Board passes motion to allow Wolcott superintendent to pay ransom after cyber attack

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A cyber-attack compromised data from Wolcott Public Schools and now hackers are demanding a ransom.

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WOLCOTT, CT (WFSB) — A cyber-attack compromised data from Wolcott Public Schools and now hackers are demanding a ransom.

For weeks, the district chose to handle it internally and town leaders are split on that decision.

The district has not paid anything at this point and the Wolcott police chief wants to keep it that way.

On August 26, a Board of Education meeting was held to discuss the benefits and risks of paying the ransom.

The Board passed the motion 6-1 to authorize the superintendent to spend $9,999 to pay the ransom through Bitcoin for the release of teacher files.

Channel 3 spoke with cyber security experts about why victims often pay.

Thursday was the second day of the new school year and the Wolcott School District is racing to restore its computer system.

Police Chief Edward Stephens told Channel 3 the district received an email on June 13 writing its data is now hostage, otherwise known as ransomware.

The cyber assault affected three servers. Police said only the high school, middle school and central officer had a backup server.

The district recovered some data but is still locked out. Now it’s considering negotiating a deal.

Mayor Thomas Dunn spoke to Channel 3 on the phone saying he hopes this idea is shelved.

“The opinion is, I don’t want to see any of our money go to something like that,” Dunn said.

In fact, the mayor is a member of a coalition of mayors that declared it’s against ransomware.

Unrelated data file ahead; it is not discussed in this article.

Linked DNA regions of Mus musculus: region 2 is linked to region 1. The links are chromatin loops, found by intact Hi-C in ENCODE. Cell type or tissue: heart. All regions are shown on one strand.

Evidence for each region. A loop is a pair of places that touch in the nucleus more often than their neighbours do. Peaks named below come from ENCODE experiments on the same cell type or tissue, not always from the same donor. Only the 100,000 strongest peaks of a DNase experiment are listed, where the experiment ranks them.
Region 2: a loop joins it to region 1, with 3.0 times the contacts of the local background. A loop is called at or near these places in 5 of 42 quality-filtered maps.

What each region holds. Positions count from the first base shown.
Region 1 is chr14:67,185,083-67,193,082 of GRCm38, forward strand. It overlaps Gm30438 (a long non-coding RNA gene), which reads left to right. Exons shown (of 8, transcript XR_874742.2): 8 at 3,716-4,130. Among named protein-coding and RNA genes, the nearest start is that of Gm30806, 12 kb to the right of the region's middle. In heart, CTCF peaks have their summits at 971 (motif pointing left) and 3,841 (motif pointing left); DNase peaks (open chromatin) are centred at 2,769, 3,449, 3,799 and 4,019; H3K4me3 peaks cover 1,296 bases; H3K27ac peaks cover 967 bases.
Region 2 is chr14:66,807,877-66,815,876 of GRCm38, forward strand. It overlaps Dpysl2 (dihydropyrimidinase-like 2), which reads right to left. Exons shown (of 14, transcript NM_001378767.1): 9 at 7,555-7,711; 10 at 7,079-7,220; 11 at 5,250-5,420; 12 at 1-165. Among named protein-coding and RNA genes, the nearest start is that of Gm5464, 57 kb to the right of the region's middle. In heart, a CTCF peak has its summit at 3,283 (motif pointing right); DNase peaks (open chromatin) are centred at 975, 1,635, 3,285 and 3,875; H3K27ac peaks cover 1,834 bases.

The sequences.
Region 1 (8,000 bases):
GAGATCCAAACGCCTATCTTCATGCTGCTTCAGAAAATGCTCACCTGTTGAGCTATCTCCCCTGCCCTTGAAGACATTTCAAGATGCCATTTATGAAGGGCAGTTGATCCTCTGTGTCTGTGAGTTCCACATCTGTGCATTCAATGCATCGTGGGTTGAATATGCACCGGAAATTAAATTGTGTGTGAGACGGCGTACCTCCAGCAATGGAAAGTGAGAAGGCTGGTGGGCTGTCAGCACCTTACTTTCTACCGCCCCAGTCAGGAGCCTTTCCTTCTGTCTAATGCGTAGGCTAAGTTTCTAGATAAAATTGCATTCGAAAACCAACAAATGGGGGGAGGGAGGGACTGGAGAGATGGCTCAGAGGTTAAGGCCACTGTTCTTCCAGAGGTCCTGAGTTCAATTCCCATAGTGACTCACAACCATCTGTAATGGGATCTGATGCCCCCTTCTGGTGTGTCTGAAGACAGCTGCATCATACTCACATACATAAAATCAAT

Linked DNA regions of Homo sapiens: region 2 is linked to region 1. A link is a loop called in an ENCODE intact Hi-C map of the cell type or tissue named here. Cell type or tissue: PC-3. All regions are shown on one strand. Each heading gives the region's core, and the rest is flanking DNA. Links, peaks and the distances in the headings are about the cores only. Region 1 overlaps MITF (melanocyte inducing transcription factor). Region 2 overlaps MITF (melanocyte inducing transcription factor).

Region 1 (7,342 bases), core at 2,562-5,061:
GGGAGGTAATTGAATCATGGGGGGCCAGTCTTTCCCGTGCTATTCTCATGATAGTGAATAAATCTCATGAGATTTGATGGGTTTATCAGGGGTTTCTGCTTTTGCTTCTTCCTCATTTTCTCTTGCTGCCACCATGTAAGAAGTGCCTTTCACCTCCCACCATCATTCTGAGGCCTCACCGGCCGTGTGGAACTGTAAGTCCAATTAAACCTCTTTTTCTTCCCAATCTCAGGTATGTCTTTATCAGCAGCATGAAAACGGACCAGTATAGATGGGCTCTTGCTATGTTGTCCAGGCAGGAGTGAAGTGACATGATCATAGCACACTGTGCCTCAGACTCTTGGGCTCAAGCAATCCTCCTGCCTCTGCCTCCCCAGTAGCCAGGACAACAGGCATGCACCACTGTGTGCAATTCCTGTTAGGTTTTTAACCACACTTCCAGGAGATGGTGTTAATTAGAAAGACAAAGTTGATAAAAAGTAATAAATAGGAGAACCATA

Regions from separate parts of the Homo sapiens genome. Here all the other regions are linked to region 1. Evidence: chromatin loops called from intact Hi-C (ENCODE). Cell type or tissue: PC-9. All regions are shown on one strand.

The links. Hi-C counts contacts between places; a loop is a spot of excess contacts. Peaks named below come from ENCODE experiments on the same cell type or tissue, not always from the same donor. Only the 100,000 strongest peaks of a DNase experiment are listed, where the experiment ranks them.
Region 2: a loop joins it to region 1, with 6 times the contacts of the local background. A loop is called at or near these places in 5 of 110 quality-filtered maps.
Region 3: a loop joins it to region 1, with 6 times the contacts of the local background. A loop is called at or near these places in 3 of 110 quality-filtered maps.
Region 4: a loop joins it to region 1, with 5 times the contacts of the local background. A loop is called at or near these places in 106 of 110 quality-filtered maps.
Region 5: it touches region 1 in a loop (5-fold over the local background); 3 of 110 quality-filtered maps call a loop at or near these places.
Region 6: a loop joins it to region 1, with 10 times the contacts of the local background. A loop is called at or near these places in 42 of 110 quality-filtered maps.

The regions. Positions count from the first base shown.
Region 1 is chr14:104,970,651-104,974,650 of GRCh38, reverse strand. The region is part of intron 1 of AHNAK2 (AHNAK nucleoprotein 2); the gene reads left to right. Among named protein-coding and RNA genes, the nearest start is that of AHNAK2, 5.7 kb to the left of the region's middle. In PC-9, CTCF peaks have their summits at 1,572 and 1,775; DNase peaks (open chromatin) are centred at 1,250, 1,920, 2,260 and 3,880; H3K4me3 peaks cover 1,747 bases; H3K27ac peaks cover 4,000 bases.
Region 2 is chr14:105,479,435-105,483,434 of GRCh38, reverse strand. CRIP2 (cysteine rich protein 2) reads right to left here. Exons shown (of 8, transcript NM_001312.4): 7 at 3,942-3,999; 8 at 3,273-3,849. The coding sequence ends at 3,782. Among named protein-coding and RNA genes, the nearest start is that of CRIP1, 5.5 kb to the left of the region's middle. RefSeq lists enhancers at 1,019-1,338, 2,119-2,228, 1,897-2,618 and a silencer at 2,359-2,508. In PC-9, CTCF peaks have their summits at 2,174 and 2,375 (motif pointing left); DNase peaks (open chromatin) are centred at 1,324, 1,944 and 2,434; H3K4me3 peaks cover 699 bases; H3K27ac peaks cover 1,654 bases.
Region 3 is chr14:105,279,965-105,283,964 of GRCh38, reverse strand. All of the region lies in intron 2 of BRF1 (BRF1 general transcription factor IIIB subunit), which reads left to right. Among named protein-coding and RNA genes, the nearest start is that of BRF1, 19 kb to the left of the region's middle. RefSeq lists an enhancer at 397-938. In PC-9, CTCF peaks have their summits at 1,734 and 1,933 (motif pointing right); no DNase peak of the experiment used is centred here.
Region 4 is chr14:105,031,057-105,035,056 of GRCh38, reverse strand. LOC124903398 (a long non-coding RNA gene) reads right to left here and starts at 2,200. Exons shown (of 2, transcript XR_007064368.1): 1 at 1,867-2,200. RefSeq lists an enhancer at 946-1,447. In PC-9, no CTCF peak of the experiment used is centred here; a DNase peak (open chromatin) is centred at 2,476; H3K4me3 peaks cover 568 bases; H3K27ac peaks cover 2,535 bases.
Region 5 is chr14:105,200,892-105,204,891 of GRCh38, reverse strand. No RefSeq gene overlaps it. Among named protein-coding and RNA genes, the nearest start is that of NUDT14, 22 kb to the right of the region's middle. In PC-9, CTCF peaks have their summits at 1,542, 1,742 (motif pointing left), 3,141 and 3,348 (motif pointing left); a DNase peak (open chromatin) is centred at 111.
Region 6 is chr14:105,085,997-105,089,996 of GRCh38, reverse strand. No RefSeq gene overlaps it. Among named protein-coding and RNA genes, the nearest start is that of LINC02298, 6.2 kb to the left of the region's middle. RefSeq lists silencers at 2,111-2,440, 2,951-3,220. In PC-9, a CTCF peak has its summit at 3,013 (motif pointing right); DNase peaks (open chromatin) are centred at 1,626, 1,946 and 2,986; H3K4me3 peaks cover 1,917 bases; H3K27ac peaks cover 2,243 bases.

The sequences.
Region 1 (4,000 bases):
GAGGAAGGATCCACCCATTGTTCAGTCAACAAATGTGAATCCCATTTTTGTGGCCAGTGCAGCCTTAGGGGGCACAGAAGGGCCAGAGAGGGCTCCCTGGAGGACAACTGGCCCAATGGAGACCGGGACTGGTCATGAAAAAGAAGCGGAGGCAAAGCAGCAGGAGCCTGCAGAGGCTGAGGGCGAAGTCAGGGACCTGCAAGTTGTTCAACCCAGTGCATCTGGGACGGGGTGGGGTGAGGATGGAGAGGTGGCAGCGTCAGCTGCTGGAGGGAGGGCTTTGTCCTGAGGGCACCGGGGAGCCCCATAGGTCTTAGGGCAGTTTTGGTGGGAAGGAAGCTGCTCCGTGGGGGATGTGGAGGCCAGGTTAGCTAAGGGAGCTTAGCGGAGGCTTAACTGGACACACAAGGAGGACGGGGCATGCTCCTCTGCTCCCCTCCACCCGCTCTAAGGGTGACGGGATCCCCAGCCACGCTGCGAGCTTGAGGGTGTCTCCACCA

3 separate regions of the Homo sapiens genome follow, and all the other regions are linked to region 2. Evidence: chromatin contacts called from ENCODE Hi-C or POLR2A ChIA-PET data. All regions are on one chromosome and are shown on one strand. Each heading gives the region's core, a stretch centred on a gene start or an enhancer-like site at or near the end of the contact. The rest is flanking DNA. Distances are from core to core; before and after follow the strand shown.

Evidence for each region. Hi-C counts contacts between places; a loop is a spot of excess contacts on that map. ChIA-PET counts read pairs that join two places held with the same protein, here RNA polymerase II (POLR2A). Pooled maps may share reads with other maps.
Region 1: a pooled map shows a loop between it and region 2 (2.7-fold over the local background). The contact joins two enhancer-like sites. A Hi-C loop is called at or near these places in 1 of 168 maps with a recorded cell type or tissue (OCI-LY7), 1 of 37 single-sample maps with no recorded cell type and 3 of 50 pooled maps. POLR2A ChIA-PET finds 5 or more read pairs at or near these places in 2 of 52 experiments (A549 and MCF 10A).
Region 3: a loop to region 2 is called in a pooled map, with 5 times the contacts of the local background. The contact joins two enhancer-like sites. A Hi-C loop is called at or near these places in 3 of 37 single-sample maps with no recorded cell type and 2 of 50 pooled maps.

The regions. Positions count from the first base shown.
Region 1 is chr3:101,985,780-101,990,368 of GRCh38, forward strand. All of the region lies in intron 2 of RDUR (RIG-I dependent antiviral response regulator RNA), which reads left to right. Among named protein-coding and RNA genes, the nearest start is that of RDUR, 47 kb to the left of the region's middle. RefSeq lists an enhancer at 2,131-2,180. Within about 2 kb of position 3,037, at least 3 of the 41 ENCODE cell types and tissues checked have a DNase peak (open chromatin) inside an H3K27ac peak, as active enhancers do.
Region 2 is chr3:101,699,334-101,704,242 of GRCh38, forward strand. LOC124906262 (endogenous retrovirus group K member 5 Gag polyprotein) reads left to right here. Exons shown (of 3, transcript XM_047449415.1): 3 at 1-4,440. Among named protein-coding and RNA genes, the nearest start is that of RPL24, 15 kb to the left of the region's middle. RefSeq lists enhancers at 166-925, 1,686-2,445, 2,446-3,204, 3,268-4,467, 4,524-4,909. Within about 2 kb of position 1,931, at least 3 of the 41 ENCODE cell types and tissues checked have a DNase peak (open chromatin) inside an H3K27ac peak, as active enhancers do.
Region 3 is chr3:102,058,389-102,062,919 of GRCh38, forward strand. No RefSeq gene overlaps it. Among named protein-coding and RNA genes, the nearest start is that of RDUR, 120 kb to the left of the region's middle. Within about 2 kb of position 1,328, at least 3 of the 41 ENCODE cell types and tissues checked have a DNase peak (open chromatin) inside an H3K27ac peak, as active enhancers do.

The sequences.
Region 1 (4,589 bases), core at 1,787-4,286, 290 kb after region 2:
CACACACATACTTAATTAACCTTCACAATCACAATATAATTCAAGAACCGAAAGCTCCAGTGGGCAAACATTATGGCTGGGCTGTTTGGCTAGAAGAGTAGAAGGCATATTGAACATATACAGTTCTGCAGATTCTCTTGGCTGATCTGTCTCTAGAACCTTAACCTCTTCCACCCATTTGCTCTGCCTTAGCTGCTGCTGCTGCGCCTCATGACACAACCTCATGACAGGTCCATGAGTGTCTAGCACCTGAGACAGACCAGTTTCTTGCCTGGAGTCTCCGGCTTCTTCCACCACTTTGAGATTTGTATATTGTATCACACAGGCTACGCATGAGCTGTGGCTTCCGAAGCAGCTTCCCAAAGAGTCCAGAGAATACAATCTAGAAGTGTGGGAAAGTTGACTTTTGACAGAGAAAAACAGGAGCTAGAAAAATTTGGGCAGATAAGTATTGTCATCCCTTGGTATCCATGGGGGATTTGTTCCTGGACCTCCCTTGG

Andrew Tyler, from the IT company, Kelser Corporation, said most often victims cave into the demands if they don’t have a backup system or the money to rebuild from scratch.

“It’s a business decision for everyone to make as to what other choices you have,” Tyler said.

Chief Stephens learned of the ransomware attack after reading an article on Wednesday.

He says investigators are meeting with federal agencies like the FBI to track those involved.

“The problem is it’s not a good business deal,” Chief Stephens said.

Knowing there’s no such thing as an honest hacker, Chief Stephens questions whether the attackers won’t strike again if ransom is paid.

“If things go the way I want them to go, there will not be any payments to anybody,” Chief Stephens said.

The superintendent declined to comment for the second day in a row while the Board of Education chair has not responded to our requests.

Superintendent Anthony Gasper released a press release saying, “We take serious our fiscal responsibility in utilizing taxpayers’ dollars but we must also balance this against helping our teachers deliver the best-possible education to Wolcott’s children.”

Cyber experts say hackers are targeting smaller entities because they notice many have no invested much in IT security.

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